Title: Shifts
Up to 3x20
The gang celebrates Barney's return to cast-less awesomeness.
Thanks to latante for the awesome beta.

Ted and Stella were killing the bar, that's all Robin could think about. McLaren's booths weren't meant for six people, especially when one of them needed extra space for his stiff legs and crutches. It was crowded and kinda uncomfortable, but none of them could resolve to exile themselves to McLaren's Siberia in the back.

They were supposed to celebrate Barney's return to cast-less awesomeness, but the night had a weird vibe – the dynamic of the group was undeniably changing and nothing felt familiar anymore. They all pretended everything was the same though, so they drank and laughed and swapped humiliating hospital stories, until Stella announced she had a babysitter to relieve of her duty, and she and Ted headed out. Marshall and Lily soon followed. Little by little, the crowded booths around them emptied until there were only Robin and Barney left.

"Finally," he sighed dramatically as he stretched out his legs and gestured for another drink. "The painkillers are wearing off and I don't know how much of those disgusting monogamous displays I can take."

"You're still on painkillers? Barney, you shouldn't be drinking."

"Please," Barney dismissed with a wave. "So, admit it Scherbatsky. You missed me," he said, pointing an accusing finger in her face.

"Missed you? I went to see you every day."

"And never once brought me the magazines I asked for, which is something I have yet to forgive."

"You'll have to explain the mechanics of reading Hustler with a neck brace and two full-arm casts."

"Well –"

"No, no, no, no, no!" she interrupted vehemently. "That was a rhetorical question," she added before frowning and tilting her head to the side. "Just tell me it didn't involve Nurse Jake."

"Only five no's? And anyway, Nurse Jake was a killjoy."

"I guess it would have made things a little awkward in the morning," she said before she could stop herself and only realized what she'd said once it was hanging in the air between them. "Uh, I mean –"

Barney was looking at her intently, as if expecting her next words to be meaningful instead of the pathetic diversion she was intending to throw his way, but her thought-process had ground to a halt. Her mouth was open, silent.

"Never mind," he said with a shrug, and remained silent for a moment, staring thoughtfully at the bottom of his empty glass.

"You know, you could do a lot worse than Nurse Jake," she offered half-heartedly. "He was kind of –"

"I'm in love with you," Barney mumbled.

"I'm sorry – what?" she shrieked, panic registering on her face.

"I'm annoyed with you," he enunciated slowly. There was a strange glimmer in his eye, the ghost of a smirk – it was making her a little uncomfortable.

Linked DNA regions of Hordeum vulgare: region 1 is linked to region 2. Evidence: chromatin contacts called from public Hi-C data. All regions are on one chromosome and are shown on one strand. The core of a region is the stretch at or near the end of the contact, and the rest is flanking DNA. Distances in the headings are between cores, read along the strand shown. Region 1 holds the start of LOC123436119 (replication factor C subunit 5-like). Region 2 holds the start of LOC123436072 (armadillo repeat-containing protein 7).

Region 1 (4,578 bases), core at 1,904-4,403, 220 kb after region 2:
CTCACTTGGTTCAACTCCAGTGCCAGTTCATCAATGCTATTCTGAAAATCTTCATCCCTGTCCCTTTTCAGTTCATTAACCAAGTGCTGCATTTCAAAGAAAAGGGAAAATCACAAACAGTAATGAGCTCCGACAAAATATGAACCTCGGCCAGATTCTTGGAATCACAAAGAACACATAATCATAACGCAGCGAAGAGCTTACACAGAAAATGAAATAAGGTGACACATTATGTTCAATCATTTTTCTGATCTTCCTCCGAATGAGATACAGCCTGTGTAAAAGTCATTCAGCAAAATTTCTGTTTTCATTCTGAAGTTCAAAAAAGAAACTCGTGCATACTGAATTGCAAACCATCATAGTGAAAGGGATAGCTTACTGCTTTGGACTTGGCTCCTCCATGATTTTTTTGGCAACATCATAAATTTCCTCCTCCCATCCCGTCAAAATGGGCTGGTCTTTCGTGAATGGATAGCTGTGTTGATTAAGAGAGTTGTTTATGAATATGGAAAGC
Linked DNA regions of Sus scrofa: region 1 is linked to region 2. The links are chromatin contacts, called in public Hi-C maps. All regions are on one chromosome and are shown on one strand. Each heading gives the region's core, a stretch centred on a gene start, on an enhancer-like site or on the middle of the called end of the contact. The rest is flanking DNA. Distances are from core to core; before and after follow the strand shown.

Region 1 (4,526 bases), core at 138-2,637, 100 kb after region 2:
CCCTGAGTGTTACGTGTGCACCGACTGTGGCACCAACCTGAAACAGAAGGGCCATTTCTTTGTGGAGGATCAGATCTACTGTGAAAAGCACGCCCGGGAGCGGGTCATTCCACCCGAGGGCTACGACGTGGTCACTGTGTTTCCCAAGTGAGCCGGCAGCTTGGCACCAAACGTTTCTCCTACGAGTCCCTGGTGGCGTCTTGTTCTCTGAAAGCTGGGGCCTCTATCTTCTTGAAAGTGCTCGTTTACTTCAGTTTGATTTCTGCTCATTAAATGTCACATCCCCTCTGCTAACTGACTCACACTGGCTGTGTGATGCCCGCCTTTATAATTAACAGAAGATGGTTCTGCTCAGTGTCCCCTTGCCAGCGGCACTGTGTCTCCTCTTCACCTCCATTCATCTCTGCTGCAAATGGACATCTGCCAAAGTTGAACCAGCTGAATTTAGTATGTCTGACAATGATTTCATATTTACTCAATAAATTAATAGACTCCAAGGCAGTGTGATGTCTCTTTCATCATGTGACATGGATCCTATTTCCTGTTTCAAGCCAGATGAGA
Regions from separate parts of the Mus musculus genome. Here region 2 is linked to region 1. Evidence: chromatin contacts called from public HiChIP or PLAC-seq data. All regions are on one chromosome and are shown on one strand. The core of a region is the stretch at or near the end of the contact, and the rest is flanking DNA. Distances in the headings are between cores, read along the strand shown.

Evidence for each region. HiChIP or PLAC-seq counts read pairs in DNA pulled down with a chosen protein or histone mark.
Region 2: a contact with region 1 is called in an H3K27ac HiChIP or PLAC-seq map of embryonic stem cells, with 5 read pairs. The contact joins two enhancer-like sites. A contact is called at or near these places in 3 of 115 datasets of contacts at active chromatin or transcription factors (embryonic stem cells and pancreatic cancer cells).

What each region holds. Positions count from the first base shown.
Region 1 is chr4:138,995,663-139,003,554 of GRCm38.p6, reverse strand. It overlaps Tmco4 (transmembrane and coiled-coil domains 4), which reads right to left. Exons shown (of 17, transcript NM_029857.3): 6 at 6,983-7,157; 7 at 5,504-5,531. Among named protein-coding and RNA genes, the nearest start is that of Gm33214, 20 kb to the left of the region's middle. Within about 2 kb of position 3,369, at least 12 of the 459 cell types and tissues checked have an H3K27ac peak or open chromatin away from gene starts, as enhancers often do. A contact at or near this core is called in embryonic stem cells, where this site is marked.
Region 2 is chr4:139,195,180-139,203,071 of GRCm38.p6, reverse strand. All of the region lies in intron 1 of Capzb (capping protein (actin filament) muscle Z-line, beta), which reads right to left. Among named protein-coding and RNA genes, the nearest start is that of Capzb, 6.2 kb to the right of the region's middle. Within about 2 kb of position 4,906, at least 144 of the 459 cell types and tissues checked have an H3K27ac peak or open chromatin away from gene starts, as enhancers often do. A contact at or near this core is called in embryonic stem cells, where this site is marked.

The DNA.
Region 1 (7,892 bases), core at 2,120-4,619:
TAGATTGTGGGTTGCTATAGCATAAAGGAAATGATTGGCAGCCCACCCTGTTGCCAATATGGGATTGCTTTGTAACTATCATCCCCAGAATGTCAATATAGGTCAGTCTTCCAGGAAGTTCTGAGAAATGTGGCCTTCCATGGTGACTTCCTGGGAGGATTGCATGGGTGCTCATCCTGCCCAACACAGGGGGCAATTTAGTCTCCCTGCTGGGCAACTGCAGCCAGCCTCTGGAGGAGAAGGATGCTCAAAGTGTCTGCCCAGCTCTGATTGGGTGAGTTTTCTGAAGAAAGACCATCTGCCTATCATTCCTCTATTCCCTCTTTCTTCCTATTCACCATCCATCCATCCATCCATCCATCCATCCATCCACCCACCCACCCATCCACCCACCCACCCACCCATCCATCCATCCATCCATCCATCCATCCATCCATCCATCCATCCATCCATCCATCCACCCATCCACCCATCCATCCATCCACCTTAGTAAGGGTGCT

"Oh," she chuckled with relief and decided to ignore the part of her brain that seemed to think she'd heard it right the first time. "Sorry. I think I'm hammered."

"You came to see me every day," he said lightly, not quite meeting her eyes.

"So did the others."

"No, they didn't. You all took shifts. If I recall correctly, yours were Tuesdays and Saturdays. What were you doing in my room all the other days?"

There it was again, the brain-stopping disease. It had to be the alcohol, turning her bantering functions off.

The thing was, she wasn't sure why she had visited him every day. She hated hospitals and that distinctive, nauseating hospital smell as much as anyone. But Tuesdays and Saturdays were few and far-between, and she'd just come to like the way his face lit up when she entered the room, even though she stubbornly refused to analyze it or account for it in any way.

It was one of those things better left unquestioned. There were many of those where Barney was concerned.

"You know, I think I'm gonna call it a night. I've had too much to drink."

"Lightweight," Barney sneezed-said. Robin shook her head and mumbled something about mixing drugs and alcohol, and then she was gone.

She made it all the way to the door before something stopped her in her tracks. It felt like she'd forgotten something important, but she had her purse, her keys, her jacket – nothing was missing. And then she turned back towards Barney.

He was sitting quietly, absorbed in his thoughts, memorizing the bottom of his scotch glass. From where Robin stood at the end of the bar, he looked so normal and familiar, as though the past couple of months hadn't happened. As though she hadn't spent all summer watching him put on a brave face, make stupid jokes about Little Barney, the Survivor, but wince in pain when he thought no one was looking.

Robin walked back to the table on autopilot and stood behind him for a minute, biting her lip. There were a lot of things she felt she should say, but none of them sounded appropriately detached, appropriately safe.

"I did miss you. And I...it's good to have you back," she said to the back of his head, and dashed to the door before she could incriminate herself any further.

As he waited for his last scotch, smiling slightly, Barney mentally tallied up all the times he'd near-told her since the accident. It was in the double digits now, but he was okay with that. There'd be other nights. For once, Ted's serial-monogamy was actually working in his favor. He was feeling rather confident, really. When all was said and done, she had come to see him every day. She'd missed him, really missed him. Things were looking up. Things were looking awesome.